What Is the Difference Between a Tropical Wet and Dry Climate?

Tropical wet climates receive much more rain than tropical dry climates do. However, the term “tropical wet and dry climate” actually refers to a single type of climate. Tropical dry climates occur in deserts, while tropical wet climates usually occur along the rainforest belt. Tropical wet and dry climates have a distinct dry season and a distinct wet season, which produces a Savanna habitat.

Because a long portion of the year lacks any rainfall, there are very few trees in the savanna. Most of the vegetation consists of scrubby plants, grasses and forbs. Large ungulates and the predators that hunt them are among the most important animals in savanna habitats. Such habitats are found throughout portions of sub-Saharan Africa, South Asia and portions of South America.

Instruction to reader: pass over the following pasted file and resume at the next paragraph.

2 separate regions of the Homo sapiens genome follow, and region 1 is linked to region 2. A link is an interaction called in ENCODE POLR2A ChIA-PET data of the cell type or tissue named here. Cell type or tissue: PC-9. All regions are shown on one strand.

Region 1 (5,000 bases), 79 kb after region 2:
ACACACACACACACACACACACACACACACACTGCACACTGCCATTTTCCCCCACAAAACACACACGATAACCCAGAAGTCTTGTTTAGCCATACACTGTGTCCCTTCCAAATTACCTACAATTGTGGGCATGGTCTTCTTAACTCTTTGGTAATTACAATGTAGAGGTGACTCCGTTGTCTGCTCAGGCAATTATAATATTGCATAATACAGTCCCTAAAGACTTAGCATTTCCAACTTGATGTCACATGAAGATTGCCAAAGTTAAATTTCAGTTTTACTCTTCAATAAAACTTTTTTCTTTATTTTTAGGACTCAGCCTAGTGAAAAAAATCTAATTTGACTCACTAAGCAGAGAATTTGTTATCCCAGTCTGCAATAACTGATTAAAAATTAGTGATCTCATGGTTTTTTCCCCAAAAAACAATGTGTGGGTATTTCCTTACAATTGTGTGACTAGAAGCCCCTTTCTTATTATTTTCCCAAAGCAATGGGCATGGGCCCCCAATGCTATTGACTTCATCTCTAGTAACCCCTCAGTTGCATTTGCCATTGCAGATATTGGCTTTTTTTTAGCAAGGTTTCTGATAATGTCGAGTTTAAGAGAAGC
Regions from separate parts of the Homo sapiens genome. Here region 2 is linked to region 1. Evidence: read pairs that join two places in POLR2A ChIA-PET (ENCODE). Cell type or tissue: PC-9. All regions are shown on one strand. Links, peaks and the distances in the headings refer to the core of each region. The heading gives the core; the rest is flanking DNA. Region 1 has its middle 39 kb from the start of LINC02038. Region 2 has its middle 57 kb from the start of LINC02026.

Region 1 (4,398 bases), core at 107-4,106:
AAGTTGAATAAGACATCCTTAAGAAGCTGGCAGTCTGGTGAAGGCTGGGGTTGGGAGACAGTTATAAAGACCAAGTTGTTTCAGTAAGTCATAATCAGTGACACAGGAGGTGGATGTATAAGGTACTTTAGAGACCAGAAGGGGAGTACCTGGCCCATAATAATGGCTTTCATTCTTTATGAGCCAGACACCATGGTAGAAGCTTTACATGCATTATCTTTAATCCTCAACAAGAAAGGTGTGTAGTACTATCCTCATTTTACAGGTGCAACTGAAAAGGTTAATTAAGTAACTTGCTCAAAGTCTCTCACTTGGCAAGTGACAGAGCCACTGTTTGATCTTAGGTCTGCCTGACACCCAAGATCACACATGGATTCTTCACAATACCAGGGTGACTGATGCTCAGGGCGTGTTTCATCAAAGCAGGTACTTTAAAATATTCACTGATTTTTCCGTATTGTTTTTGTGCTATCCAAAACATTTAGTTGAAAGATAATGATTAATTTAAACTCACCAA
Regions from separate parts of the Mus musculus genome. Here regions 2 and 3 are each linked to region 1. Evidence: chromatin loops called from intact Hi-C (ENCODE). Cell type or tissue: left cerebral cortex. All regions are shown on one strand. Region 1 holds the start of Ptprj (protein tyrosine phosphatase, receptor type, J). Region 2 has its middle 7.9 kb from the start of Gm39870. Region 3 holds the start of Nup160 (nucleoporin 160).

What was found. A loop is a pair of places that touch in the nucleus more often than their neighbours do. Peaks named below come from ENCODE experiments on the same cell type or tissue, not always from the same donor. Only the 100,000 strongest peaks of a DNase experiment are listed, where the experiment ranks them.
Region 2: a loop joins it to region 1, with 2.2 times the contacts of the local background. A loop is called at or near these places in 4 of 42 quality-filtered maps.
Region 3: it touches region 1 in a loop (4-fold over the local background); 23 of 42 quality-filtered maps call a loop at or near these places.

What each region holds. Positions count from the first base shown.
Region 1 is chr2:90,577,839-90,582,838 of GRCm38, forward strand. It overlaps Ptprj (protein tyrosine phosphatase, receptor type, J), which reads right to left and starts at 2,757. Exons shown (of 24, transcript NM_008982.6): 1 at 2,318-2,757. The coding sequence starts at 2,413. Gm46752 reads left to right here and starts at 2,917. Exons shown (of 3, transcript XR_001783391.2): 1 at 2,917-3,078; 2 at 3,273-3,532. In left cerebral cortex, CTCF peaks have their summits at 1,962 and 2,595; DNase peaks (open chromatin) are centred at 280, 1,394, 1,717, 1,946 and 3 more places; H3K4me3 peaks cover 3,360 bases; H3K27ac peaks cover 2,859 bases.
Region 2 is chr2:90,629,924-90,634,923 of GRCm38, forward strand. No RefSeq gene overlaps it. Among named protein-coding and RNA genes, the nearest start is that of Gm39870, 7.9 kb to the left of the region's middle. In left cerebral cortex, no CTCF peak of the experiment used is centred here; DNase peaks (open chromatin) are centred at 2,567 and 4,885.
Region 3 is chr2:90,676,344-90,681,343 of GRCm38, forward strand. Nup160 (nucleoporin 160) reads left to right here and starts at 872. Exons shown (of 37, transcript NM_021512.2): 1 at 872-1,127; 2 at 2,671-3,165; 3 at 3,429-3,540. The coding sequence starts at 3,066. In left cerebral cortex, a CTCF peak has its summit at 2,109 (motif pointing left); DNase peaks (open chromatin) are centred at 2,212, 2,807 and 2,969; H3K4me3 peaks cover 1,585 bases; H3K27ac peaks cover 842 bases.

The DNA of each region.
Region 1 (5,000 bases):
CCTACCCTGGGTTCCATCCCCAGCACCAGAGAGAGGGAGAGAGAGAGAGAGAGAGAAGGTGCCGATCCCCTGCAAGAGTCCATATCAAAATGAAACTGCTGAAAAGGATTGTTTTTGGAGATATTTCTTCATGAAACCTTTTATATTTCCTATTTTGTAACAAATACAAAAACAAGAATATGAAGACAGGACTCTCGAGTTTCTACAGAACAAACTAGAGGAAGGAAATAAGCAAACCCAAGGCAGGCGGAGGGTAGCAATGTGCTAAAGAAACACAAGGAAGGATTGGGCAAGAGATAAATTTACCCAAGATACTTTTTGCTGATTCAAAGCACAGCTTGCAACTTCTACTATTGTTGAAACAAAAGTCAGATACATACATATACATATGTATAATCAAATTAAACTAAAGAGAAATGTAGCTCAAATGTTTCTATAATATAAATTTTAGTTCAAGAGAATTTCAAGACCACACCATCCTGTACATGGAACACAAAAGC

Places that experience tropical wet climates receive enough rainfall to sustain a population of trees. The combination of abundant rainfall and warm temperatures throughout the year produce rainforests that have incredible plant and animal diversity. By contrast, while tropical dry climates feature year-round high temperatures, they lack the rainfall to sustain a complex community of plants and animals. The lack of vegetation also means that the soils in such dry areas turn to sand as dead plants do not contribute organic material to the soil.